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Page:The Works of Lord Byron (ed. Coleridge, Prothero) - Volume 7.djvu/41

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13
AN ODE TO THE FRAMERS OF THE FRAME BILL.

That she'd discard her fav'rite owl,
And take for pet a brother fowl,
Sagacious R. C. Dallas.

[First published, Life, Writings, Opinions, etc., 1825, ii. 192.]


AN ODE[1] TO THE FRAMERS OF THE FRAME BILL.[2]

1.

Oh well done Lord E——n! and better done R——r![3]
Britannia must prosper with councils like yours;
Hawkesbury, Harrowby, help you to guide her,
Whose remedy only must kill ere it cures:
Those villains; the Weavers, are all grown refractory,
Asking some succour for Charity's sake—
So hang them in clusters round each Manufactory,
That will at once put an end to mistake.[4]


  1. ["Lord Byron to Editor of the Morning Chronicle.

    "Sir,—I take the liberty of sending an alteration of the two last lines of stanza 2d., which I wish to run as follows:—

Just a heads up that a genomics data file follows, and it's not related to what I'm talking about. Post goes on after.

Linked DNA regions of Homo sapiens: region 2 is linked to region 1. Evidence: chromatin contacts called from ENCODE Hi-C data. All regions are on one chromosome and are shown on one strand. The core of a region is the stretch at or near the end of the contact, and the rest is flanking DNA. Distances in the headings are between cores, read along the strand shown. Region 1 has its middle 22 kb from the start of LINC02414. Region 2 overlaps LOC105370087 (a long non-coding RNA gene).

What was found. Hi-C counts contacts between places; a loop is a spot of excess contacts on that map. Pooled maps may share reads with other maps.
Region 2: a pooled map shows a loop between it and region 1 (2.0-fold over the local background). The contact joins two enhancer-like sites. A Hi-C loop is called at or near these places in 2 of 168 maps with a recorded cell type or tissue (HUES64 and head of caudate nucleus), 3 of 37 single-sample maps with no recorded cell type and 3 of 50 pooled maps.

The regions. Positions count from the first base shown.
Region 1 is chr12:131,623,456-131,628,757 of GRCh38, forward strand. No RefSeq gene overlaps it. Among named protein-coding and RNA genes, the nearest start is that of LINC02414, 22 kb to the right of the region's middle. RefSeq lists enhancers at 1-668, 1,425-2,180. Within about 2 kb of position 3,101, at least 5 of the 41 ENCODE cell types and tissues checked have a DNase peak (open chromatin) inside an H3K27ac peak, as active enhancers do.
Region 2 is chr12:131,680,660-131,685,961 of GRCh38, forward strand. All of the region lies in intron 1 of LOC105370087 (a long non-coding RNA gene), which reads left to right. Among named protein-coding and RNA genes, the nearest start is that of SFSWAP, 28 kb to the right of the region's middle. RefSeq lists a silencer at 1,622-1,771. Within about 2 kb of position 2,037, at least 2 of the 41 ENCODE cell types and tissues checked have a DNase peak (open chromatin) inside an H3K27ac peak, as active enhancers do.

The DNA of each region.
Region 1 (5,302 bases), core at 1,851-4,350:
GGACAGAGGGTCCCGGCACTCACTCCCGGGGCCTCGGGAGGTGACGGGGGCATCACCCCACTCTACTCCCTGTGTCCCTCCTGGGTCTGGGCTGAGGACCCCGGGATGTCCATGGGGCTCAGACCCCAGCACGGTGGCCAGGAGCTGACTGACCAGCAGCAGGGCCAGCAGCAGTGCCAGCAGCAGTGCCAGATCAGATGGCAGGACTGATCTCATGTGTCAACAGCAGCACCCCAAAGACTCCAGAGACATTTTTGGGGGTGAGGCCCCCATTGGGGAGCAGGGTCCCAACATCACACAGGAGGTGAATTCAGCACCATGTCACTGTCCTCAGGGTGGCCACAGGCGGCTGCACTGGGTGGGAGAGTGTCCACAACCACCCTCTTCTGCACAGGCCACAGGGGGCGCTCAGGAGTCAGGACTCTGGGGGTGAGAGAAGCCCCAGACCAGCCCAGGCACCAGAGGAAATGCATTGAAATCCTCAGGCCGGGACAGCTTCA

"'Gibbets on Sherwood will heighten the scenery,
    Shewing how commerce, how liberty thrives.'

    I wish you could insert it tomorrow for a particular reason; but I feel much obliged by your inserting it at all. Of course do not put my name to the thing—believe me,

    "Your obliged
    and very obedient servant,
    "Byron.

    "8, St. James's Street,
    Sunday, March 1, 1812."]

  2. [For Byron's maiden speech in the House of Lords, February 27, 1812, see Letters, 1898, ii. 424-430.]
  3. [Richard Ryder (1 766-1832), second son of the first Baron Harrowby, was Home Secretary, 1809-12.]
  4. Lord E., on Thursday night, said the riots at Nottingham arose from a "mistake."